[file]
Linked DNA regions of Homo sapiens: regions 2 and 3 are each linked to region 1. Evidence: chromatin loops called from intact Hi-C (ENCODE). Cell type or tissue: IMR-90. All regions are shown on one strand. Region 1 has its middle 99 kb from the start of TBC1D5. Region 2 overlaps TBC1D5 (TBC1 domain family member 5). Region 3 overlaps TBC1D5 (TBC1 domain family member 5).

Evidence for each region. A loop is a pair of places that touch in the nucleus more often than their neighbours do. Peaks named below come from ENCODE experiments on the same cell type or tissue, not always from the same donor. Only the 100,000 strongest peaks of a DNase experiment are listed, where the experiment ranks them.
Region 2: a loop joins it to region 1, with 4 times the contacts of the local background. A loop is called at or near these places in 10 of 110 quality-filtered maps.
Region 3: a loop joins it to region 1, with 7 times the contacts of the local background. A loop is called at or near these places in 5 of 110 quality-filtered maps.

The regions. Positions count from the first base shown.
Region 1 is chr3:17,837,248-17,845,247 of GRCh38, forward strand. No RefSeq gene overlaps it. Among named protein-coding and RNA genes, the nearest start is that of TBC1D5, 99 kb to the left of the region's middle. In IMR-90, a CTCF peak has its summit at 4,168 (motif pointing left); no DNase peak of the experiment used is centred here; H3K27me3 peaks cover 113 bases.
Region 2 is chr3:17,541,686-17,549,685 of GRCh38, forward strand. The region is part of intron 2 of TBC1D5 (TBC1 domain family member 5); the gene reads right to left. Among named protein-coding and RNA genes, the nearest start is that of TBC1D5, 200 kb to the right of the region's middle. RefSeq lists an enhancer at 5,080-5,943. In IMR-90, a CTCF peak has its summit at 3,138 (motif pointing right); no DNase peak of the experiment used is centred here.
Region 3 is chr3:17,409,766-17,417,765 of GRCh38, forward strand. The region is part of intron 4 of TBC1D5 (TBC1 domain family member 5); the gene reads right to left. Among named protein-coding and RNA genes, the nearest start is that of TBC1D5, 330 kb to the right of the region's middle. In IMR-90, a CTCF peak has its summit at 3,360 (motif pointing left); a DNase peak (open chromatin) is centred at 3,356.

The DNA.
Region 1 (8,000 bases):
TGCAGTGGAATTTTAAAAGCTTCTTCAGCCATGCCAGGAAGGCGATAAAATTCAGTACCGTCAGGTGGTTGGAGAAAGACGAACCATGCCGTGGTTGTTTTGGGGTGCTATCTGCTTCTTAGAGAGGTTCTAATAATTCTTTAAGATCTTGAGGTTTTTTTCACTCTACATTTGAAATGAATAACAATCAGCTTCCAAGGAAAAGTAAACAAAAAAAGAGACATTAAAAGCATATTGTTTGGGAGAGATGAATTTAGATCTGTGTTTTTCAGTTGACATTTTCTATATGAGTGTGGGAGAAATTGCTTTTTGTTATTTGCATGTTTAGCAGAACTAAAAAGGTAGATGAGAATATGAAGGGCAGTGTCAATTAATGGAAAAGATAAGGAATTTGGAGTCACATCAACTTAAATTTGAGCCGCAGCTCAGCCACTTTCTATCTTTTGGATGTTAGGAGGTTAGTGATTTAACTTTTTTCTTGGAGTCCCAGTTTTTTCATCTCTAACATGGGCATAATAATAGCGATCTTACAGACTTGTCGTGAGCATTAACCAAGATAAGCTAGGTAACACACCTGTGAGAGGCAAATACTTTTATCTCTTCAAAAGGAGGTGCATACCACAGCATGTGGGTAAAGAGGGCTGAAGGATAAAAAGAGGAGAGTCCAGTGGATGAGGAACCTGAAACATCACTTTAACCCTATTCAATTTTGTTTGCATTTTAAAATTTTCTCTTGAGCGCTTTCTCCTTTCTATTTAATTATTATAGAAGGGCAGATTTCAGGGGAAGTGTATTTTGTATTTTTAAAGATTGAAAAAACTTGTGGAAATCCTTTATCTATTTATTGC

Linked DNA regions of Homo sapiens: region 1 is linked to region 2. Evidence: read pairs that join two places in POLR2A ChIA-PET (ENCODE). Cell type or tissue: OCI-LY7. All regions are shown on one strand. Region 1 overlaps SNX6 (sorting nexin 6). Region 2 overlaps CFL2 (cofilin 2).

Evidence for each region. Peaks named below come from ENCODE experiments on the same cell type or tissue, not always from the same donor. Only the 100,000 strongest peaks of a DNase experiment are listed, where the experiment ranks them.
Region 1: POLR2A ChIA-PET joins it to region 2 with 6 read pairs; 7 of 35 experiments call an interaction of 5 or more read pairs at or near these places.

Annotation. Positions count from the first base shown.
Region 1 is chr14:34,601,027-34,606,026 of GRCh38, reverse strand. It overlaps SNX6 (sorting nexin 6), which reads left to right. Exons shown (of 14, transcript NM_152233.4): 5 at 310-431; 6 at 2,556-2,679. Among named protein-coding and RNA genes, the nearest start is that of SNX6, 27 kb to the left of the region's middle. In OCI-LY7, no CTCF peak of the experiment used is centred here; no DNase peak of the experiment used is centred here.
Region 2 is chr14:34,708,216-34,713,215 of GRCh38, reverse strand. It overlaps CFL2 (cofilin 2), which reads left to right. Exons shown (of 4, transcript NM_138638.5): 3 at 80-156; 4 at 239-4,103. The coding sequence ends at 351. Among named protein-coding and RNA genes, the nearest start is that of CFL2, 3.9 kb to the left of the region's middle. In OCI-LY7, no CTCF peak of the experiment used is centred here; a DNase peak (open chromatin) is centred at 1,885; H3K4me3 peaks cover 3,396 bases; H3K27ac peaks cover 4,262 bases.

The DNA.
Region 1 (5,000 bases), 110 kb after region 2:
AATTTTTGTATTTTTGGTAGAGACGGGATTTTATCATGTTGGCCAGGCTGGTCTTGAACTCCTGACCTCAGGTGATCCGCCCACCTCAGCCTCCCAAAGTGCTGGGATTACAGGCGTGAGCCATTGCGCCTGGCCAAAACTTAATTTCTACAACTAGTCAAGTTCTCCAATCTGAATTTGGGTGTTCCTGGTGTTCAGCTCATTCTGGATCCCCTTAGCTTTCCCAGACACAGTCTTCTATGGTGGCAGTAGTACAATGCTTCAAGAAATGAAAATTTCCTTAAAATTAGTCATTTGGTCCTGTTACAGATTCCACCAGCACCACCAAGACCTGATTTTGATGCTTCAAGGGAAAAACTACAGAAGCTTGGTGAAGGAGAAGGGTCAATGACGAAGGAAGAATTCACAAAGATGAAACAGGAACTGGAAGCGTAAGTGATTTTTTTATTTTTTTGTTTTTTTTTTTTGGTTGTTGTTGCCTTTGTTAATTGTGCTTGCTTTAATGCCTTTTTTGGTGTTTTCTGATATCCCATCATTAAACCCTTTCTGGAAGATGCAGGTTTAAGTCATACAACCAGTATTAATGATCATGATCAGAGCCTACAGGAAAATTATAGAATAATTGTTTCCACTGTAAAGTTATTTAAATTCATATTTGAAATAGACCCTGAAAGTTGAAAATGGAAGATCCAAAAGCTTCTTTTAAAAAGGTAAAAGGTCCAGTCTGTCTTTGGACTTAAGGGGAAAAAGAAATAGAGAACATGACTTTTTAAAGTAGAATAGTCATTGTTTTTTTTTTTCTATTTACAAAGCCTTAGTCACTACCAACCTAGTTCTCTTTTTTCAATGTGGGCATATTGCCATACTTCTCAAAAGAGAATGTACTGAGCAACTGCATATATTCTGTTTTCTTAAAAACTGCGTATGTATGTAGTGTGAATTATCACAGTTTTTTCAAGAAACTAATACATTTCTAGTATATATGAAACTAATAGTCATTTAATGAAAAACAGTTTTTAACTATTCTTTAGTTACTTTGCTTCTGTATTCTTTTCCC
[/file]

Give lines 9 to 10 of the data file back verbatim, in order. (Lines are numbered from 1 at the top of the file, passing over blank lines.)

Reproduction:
The DNA.
Region 1 (8,000 bases):